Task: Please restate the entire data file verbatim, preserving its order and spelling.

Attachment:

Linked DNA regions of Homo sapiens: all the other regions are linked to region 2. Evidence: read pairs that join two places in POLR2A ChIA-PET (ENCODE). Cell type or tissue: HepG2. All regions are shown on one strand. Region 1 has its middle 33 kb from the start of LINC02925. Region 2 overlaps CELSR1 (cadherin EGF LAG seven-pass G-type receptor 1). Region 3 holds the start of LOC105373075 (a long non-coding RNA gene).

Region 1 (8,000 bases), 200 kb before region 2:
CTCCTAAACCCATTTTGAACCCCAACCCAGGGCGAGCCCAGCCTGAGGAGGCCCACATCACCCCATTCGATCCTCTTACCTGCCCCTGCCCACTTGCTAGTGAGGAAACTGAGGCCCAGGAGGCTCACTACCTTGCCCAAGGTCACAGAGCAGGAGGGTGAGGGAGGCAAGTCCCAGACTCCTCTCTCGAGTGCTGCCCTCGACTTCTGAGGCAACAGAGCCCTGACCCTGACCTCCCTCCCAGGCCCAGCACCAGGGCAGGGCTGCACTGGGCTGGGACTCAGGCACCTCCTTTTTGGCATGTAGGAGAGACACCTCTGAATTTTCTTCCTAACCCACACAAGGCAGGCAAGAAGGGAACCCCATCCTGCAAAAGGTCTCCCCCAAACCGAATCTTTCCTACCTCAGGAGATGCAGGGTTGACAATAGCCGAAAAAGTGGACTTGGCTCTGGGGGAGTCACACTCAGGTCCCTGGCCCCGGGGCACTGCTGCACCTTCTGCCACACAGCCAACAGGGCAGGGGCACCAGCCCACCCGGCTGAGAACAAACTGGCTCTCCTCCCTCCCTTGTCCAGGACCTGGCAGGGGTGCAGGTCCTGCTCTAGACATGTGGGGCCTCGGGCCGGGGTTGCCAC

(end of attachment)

Linked DNA regions of Homo sapiens: all the other regions are linked to region 2. Evidence: read pairs that join two places in POLR2A ChIA-PET (ENCODE). Cell type or tissue: HepG2. All regions are shown on one strand. Region 1 has its middle 33 kb from the start of LINC02925. Region 2 overlaps CELSR1 (cadherin EGF LAG seven-pass G-type receptor 1). Region 3 holds the start of LOC105373075 (a long non-coding RNA gene).

Region 1 (8,000 bases), 200 kb before region 2:
CTCCTAAACCCATTTTGAACCCCAACCCAGGGCGAGCCCAGCCTGAGGAGGCCCACATCACCCCATTCGATCCTCTTACCTGCCCCTGCCCACTTGCTAGTGAGGAAACTGAGGCCCAGGAGGCTCACTACCTTGCCCAAGGTCACAGAGCAGGAGGGTGAGGGAGGCAAGTCCCAGACTCCTCTCTCGAGTGCTGCCCTCGACTTCTGAGGCAACAGAGCCCTGACCCTGACCTCCCTCCCAGGCCCAGCACCAGGGCAGGGCTGCACTGGGCTGGGACTCAGGCACCTCCTTTTTGGCATGTAGGAGAGACACCTCTGAATTTTCTTCCTAACCCACACAAGGCAGGCAAGAAGGGAACCCCATCCTGCAAAAGGTCTCCCCCAAACCGAATCTTTCCTACCTCAGGAGATGCAGGGTTGACAATAGCCGAAAAAGTGGACTTGGCTCTGGGGGAGTCACACTCAGGTCCCTGGCCCCGGGGCACTGCTGCACCTTCTGCCACACAGCCAACAGGGCAGGGGCACCAGCCCACCCGGCTGAGAACAAACTGGCTCTCCTCCCTCCCTTGTCCAGGACCTGGCAGGGGTGCAGGTCCTGCTCTAGACATGTGGGGCCTCGGGCCGGGGTTGCCAC